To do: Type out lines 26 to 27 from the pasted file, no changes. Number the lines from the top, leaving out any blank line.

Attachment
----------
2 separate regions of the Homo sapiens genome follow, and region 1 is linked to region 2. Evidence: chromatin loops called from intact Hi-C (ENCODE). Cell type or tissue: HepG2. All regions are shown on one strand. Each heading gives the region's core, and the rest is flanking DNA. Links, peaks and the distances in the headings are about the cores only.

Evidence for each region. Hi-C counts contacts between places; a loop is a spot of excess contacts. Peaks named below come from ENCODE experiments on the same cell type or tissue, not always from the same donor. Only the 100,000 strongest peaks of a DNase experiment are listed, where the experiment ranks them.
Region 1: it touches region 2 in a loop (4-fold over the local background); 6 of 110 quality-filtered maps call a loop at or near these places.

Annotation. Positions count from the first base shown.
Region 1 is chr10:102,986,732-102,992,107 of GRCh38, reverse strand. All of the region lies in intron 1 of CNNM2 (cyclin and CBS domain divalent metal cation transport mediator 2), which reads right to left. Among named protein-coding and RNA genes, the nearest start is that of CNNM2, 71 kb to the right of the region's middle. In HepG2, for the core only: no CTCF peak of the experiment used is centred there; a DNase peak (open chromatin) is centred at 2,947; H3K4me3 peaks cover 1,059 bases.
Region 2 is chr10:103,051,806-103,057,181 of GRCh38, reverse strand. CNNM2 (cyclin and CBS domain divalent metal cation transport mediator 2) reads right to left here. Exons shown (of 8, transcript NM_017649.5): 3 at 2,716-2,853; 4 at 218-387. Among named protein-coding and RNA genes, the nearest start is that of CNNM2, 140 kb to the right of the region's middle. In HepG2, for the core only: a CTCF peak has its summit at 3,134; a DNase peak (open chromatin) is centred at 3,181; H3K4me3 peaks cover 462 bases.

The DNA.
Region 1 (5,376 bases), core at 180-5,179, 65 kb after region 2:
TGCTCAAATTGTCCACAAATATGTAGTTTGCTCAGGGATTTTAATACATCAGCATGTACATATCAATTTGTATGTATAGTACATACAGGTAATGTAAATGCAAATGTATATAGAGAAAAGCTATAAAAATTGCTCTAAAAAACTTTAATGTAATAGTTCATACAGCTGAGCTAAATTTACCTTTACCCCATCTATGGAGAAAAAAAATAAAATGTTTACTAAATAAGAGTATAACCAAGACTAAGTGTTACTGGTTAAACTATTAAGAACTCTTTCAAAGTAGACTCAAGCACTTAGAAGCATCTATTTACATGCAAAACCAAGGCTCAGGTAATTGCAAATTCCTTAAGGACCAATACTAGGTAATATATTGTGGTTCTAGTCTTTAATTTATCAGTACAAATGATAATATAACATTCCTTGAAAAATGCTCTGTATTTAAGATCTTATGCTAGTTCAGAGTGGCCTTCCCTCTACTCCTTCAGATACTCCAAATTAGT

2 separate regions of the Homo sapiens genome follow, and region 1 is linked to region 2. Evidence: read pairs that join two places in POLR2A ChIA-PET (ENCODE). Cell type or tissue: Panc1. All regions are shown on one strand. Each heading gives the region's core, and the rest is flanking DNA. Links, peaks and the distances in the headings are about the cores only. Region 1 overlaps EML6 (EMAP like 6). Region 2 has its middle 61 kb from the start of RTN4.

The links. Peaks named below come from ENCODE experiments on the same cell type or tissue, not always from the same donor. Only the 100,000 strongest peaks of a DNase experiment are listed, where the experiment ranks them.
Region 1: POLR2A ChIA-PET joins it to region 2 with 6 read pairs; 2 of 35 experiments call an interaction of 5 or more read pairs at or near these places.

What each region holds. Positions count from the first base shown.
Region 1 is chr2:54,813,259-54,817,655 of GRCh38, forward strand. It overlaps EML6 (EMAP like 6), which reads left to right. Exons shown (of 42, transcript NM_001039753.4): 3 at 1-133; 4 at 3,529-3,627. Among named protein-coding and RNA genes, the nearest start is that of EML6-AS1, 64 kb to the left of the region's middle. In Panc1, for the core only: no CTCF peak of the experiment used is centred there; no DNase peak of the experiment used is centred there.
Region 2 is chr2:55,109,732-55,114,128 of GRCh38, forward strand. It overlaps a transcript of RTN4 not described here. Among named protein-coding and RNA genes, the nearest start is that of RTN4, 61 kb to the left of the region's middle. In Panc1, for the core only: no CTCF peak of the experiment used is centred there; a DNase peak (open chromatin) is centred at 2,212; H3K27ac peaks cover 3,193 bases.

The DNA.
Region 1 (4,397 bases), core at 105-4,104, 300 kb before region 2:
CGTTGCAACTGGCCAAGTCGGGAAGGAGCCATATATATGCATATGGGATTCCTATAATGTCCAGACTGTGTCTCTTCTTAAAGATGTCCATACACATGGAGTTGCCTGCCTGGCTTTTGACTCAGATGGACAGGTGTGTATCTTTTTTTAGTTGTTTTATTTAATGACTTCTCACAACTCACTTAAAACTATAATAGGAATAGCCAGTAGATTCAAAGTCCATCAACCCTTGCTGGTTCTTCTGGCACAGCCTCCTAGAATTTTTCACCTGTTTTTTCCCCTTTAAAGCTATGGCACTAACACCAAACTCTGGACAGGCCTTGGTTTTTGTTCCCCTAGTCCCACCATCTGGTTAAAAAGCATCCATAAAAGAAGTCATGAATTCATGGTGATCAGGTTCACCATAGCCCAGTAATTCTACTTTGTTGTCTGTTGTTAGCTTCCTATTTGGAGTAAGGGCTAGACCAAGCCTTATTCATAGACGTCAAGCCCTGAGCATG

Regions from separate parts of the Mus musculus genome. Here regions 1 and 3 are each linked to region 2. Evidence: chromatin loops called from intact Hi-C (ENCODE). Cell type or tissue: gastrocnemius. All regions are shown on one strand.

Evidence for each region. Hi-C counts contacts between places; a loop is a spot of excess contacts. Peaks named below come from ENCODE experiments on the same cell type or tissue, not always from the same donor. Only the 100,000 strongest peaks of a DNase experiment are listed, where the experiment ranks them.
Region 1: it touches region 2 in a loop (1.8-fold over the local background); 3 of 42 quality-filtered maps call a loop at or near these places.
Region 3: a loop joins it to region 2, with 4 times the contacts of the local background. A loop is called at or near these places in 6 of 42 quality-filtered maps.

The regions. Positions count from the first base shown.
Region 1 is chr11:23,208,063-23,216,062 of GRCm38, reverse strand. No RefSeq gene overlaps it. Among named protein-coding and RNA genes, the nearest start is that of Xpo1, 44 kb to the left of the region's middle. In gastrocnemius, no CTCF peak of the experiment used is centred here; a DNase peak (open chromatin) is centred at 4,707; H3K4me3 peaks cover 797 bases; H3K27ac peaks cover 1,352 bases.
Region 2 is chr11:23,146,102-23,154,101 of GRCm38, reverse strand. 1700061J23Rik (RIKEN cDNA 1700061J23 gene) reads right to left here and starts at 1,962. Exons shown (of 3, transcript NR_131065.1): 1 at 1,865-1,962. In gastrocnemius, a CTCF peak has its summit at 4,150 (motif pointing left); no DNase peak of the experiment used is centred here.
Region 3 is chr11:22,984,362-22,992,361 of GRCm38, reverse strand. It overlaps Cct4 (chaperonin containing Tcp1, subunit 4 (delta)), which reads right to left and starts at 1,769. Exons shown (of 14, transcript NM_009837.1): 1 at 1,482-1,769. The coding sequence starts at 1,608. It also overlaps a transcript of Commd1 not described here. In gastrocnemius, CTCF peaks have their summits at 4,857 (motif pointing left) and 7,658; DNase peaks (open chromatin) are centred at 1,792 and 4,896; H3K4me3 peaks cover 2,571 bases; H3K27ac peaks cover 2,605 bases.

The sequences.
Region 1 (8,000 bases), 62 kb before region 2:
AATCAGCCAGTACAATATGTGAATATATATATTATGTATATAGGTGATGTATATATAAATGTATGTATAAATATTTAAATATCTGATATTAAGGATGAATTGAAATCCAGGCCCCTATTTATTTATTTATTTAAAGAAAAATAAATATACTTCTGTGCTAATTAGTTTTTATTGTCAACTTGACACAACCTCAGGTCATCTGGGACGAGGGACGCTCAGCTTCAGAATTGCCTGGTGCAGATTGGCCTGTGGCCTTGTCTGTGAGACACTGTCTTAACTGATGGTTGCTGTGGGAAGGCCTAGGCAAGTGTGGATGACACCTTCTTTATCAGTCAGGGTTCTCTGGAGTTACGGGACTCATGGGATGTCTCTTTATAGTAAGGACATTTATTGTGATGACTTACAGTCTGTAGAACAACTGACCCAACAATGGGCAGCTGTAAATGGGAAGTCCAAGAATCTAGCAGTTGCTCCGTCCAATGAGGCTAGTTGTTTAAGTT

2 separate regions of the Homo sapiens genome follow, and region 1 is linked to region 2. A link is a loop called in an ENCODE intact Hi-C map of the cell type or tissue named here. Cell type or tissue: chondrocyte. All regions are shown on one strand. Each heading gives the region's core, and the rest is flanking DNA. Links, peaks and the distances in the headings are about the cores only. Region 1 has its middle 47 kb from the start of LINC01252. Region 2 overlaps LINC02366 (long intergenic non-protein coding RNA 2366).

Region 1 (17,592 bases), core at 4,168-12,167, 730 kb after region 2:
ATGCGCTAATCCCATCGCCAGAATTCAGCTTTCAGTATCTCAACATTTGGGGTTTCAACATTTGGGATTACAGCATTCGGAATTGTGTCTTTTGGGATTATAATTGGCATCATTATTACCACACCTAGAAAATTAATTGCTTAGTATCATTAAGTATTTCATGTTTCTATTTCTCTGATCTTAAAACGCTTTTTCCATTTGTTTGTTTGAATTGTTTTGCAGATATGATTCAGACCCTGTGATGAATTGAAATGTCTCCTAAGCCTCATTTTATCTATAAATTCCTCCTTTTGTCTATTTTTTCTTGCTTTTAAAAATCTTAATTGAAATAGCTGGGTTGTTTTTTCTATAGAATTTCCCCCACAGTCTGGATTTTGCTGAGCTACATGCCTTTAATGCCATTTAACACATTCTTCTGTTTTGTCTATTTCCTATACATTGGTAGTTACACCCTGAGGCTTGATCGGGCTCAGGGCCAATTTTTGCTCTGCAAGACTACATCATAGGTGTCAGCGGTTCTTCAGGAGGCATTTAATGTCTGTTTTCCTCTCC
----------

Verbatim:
Region 3 is chr11:22,984,362-22,992,361 of GRCm38, reverse strand. It overlaps Cct4 (chaperonin containing Tcp1, subunit 4 (delta)), which reads right to left and starts at 1,769. Exons shown (of 14, transcript NM_009837.1): 1 at 1,482-1,769. The coding sequence starts at 1,608. It also overlaps a transcript of Commd1 not described here. In gastrocnemius, CTCF peaks have their summits at 4,857 (motif pointing left) and 7,658; DNase peaks (open chromatin) are centred at 1,792 and 4,896; H3K4me3 peaks cover 2,571 bases; H3K27ac peaks cover 2,605 bases.

The sequences.